Idon’t want to die. I have a wife, a dog, and a reasonable fraction of my life still ahead of me.
You don’t want to kill me. I’m not worth it. Have you heard of the deplorable conditions in America’s prisons today?
I don’t want to die, and you don’t want to kill me. But you wouldn’t know it by watching how we behave on the roads — me on two wheels and you on four, six, or 18.
At times, we forget the precarious nature of our situations. How long it takes to stop a thousand-pound vehicle (six car lengths at 30 miles per hour). How easy it is to fall from a 20-pound rubber-shod tightrope.
On Wednesday morning, we were forced to remember, as cars detoured and cyclists dismounted to get around another accident scene. Their paths and views were obstructed, first by sheets, then tarps. Maybe the jolt of seeing a bicycle frame contorted under the weight of a semi will bring a temporary stunned peace to the evening commute. Before long, the memories will fade, and we’ll continue to forget.
We’ll forget what really matters. How, if I die or you kill me, neither of us will arrive where we are rushing to get to on time. The appointment we were trying so hard to keep will only serve to illustrate how senseless this all was, at the start of a friend’s eulogy or a prosecutor’s case.
I don’t want to die, and you don’t want to kill me, but sometimes our actions contradict. A loss of focus or a miscalculation may lead me across your path. A forgotten directional or disregarded mirror may send you into mine.
How quick we are to classify these as more than innocent mistakes. How quickly we forget the similar mistakes we make ourselves. To cyclists, each driver is reduced to the red-faced model of self-absorbed road rage. To drivers, each cyclist is nothing more than a militant, with a self-righteous disdain for traffic laws.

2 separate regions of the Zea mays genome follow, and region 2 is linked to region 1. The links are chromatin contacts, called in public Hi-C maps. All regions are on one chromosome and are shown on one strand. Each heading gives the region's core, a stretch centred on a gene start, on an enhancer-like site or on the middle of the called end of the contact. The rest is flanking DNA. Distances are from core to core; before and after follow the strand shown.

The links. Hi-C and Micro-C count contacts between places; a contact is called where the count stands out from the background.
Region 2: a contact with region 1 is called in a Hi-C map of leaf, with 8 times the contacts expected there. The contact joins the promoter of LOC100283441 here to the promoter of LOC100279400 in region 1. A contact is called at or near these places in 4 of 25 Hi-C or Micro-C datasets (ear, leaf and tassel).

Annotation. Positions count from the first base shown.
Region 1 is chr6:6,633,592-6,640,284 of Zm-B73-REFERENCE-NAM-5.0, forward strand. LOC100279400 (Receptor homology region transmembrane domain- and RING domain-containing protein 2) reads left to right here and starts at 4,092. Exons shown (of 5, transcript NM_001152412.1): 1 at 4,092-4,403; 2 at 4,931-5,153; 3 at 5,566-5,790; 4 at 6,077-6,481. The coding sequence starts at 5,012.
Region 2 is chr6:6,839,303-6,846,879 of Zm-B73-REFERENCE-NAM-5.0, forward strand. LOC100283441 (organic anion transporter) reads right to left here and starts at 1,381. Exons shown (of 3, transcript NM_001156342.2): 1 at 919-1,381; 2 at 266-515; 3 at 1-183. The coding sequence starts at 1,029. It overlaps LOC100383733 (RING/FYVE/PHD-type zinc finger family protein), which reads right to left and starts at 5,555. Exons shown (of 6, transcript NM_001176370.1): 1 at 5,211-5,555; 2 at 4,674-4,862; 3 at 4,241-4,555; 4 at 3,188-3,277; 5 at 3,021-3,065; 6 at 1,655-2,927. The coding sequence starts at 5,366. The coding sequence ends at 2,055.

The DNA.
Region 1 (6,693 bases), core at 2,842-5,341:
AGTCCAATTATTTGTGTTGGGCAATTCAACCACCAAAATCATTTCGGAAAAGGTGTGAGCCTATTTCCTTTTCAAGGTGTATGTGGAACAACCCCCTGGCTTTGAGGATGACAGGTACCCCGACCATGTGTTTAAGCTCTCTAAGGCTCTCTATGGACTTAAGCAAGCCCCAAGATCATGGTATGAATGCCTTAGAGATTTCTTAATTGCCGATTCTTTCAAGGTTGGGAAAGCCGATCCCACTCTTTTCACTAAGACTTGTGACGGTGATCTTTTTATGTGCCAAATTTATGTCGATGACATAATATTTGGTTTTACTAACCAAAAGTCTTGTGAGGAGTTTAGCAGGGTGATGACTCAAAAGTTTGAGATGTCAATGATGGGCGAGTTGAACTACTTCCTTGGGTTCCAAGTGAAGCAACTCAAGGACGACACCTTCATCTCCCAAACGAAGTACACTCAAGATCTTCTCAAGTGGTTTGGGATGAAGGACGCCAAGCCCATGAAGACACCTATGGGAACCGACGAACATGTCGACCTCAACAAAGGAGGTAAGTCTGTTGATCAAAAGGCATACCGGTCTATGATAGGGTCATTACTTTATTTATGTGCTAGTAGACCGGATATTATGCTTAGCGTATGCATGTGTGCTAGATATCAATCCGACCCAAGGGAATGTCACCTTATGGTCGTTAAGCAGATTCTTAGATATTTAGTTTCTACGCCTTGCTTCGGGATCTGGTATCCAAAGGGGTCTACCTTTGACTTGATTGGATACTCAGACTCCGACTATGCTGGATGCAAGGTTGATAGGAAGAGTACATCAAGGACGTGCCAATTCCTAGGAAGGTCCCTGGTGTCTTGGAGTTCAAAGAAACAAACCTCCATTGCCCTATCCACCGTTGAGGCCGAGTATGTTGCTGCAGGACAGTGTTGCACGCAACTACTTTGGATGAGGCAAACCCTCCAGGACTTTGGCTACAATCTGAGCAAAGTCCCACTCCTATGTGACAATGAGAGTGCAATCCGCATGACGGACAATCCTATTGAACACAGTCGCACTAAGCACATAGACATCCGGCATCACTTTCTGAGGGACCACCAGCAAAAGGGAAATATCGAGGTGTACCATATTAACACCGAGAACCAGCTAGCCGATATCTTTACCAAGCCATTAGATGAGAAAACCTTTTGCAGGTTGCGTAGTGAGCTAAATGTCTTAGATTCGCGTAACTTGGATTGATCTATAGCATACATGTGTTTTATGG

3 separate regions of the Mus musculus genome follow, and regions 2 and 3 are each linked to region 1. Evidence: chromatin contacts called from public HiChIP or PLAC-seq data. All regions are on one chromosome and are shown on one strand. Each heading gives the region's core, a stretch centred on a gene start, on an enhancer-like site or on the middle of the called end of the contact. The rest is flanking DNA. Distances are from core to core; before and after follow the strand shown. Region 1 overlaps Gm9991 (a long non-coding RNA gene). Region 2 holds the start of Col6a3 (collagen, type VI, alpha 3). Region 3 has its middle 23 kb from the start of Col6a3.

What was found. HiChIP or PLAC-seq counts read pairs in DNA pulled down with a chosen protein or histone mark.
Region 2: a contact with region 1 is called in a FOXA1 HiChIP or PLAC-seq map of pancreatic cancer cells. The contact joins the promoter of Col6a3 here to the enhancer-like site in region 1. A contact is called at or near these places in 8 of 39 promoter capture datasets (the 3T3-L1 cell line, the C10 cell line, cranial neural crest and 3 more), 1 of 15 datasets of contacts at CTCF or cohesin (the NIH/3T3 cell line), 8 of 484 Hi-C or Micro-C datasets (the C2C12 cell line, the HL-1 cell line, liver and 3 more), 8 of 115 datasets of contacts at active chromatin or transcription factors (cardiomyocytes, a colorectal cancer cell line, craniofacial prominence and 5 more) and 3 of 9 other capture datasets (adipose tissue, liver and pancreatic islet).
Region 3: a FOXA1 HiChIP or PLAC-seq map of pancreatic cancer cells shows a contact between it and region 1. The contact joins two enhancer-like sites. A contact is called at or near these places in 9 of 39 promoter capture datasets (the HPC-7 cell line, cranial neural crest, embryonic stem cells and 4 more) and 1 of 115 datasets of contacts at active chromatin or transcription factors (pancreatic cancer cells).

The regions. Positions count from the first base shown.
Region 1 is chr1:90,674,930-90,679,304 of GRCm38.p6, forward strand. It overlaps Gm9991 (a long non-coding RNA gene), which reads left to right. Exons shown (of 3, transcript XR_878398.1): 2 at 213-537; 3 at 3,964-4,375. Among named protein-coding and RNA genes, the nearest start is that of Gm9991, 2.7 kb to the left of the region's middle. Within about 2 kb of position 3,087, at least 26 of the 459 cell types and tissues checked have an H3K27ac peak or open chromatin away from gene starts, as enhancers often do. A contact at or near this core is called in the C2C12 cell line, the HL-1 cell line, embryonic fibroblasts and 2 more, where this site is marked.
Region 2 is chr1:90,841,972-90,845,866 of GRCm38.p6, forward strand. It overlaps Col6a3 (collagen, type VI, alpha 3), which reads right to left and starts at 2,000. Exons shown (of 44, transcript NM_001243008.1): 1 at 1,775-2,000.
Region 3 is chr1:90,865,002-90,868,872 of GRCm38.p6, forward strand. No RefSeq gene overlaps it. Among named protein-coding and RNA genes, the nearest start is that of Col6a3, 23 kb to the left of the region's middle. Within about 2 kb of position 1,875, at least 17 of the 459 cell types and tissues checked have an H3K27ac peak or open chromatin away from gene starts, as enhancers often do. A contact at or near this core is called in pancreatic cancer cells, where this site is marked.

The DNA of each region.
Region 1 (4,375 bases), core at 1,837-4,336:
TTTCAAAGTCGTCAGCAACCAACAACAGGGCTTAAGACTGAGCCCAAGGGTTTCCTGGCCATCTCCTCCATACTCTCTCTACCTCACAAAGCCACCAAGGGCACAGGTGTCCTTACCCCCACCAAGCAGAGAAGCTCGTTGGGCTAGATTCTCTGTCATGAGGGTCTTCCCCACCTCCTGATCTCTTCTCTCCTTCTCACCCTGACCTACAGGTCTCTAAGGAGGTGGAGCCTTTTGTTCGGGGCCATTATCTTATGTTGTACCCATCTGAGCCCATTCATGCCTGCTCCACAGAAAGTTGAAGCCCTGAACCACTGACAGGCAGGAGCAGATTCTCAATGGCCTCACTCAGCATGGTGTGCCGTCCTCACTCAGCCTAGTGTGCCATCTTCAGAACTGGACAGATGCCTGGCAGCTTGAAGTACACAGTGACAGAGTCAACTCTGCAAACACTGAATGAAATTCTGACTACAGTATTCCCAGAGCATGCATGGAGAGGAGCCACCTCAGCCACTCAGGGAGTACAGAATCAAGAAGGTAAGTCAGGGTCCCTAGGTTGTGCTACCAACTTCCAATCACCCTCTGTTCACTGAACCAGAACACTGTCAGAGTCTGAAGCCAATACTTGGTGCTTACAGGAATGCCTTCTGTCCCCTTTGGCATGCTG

At times, we both embody our respective honking, swearing simplifications. We treat the roads as lecture halls, using our voices and vehicles to make examples and teach lessons that will never be learned. But most of us, most of the time, have neither death wish nor bloodlust. We’re regular people seeking nothing more than a safe trip between our own points A and B, without incident.
I don’t want to hold you up more than I have to. I know how frustrating it is when I’m behind a steering wheel instead of handlebars. Most cyclists understand this, whether out of idealism or realism — angry drivers (like cyclists) make unsafe decisions.
But I don’t want to hurt anyone, either. Relegating bicycles to sidewalks will only substitute cars for pedestrians in this struggle for safe passage. The 20 miles per hour I average on my short commute more closely matches the prevailing speed on a city street than it does a sidewalk with people traveling one-sixth as fast. What’s more, studies show that cycling on sidewalks actually leads to more crashes with vehicles, as well.
Until the day when ubiquitous sidewalks, bike lanes, and roads allow us to live in peaceful harmony, we have to learn to get along with what we have. We’ve come a long way in Boston, but we still have far to go.
I don’t want to die, and you don’t want to kill me — we have to see ourselves in one another. The seconds we give each other on the road can be easily forgotten over a lifetime, but the seconds we take in moments of inattention or impulse can last forever.Tim Snyder is a freelance writer based in Boston. He has bicycled to work every day for more than a decade.